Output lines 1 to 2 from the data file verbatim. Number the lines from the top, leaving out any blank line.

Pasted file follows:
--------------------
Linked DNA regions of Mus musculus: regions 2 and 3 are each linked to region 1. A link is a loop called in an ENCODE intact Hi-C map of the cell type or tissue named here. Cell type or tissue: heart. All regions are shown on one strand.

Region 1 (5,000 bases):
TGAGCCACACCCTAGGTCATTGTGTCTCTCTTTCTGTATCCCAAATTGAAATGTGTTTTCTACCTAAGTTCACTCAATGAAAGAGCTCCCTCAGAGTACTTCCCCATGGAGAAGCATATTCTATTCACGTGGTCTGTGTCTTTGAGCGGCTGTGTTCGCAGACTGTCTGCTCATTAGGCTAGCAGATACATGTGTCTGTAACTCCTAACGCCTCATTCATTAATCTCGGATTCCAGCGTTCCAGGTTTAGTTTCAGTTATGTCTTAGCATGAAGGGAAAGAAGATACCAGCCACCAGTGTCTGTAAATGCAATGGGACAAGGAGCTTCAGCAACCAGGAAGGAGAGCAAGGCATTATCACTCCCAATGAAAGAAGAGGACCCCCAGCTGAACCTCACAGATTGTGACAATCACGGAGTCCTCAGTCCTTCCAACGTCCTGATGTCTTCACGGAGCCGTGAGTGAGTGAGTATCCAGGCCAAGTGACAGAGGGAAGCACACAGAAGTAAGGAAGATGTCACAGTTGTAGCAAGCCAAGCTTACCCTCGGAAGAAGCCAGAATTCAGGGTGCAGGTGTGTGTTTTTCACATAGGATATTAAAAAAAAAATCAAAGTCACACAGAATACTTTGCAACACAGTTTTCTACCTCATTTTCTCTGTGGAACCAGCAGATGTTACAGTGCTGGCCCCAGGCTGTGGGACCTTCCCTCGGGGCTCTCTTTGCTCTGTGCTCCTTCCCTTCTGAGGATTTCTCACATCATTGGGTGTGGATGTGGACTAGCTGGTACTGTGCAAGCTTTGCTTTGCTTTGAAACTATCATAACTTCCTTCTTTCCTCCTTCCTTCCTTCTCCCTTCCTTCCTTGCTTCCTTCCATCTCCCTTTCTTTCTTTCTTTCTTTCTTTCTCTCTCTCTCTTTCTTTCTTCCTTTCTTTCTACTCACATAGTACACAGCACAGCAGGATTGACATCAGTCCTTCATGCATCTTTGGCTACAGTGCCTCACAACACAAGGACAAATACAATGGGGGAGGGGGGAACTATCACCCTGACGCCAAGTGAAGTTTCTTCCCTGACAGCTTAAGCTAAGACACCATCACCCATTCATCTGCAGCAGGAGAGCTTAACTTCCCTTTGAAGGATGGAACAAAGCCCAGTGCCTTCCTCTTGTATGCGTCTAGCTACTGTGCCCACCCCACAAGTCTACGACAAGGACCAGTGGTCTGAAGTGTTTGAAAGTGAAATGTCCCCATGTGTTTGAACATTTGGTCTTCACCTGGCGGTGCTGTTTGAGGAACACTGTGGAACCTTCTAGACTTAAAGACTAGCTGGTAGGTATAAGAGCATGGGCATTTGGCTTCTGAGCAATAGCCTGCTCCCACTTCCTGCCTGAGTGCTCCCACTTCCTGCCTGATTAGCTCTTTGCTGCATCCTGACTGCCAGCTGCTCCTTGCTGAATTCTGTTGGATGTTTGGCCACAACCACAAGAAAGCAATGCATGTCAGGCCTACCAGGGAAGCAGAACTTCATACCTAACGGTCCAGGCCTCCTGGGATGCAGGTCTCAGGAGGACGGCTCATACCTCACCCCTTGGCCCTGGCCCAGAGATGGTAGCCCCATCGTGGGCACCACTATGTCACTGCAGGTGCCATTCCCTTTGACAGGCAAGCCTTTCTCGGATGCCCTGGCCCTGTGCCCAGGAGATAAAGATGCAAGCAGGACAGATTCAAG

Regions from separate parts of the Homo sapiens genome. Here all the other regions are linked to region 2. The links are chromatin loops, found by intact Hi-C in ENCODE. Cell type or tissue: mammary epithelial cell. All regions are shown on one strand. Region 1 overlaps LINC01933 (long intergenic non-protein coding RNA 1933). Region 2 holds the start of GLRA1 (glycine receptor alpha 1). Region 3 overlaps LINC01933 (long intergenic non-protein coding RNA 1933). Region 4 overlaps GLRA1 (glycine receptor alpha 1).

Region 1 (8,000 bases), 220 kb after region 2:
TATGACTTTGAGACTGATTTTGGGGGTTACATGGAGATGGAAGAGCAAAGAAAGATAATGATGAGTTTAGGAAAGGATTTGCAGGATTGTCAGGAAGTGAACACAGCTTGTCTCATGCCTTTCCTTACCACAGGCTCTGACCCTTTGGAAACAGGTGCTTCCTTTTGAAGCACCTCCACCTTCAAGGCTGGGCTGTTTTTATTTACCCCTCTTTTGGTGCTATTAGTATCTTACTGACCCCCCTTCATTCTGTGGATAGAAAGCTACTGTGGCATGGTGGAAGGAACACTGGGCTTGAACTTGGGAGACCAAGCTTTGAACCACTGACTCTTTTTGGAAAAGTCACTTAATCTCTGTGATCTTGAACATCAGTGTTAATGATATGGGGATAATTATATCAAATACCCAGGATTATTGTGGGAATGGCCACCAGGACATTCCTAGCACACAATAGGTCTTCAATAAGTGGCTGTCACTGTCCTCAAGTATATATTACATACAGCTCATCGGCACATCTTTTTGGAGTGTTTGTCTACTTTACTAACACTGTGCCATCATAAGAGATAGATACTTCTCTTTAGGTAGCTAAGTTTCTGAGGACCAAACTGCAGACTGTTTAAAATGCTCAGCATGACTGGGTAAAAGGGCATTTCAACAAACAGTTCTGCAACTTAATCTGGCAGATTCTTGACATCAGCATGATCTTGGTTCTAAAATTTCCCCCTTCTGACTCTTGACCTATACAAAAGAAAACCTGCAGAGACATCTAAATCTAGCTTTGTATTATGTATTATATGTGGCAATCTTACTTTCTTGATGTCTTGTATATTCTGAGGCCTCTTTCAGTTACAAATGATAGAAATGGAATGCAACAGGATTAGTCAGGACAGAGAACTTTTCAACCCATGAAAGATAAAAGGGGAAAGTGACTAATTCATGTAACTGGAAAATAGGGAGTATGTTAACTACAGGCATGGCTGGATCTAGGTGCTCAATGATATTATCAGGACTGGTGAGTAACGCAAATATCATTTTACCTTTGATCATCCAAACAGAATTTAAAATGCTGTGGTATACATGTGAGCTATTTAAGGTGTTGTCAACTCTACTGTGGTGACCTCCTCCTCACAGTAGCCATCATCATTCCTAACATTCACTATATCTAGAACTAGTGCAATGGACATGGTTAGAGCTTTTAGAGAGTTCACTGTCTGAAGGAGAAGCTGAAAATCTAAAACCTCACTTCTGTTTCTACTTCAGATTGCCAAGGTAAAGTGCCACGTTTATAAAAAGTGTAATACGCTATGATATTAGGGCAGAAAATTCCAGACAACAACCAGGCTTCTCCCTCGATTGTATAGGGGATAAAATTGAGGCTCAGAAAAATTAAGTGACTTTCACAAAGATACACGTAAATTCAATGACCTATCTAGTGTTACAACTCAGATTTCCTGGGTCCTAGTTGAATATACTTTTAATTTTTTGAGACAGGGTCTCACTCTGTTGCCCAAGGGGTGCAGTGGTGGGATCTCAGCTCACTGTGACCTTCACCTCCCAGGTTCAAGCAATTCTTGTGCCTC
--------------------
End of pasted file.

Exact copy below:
Linked DNA regions of Mus musculus: regions 2 and 3 are each linked to region 1. A link is a loop called in an ENCODE intact Hi-C map of the cell type or tissue named here. Cell type or tissue: heart. All regions are shown on one strand.

Region 1 (5,000 bases):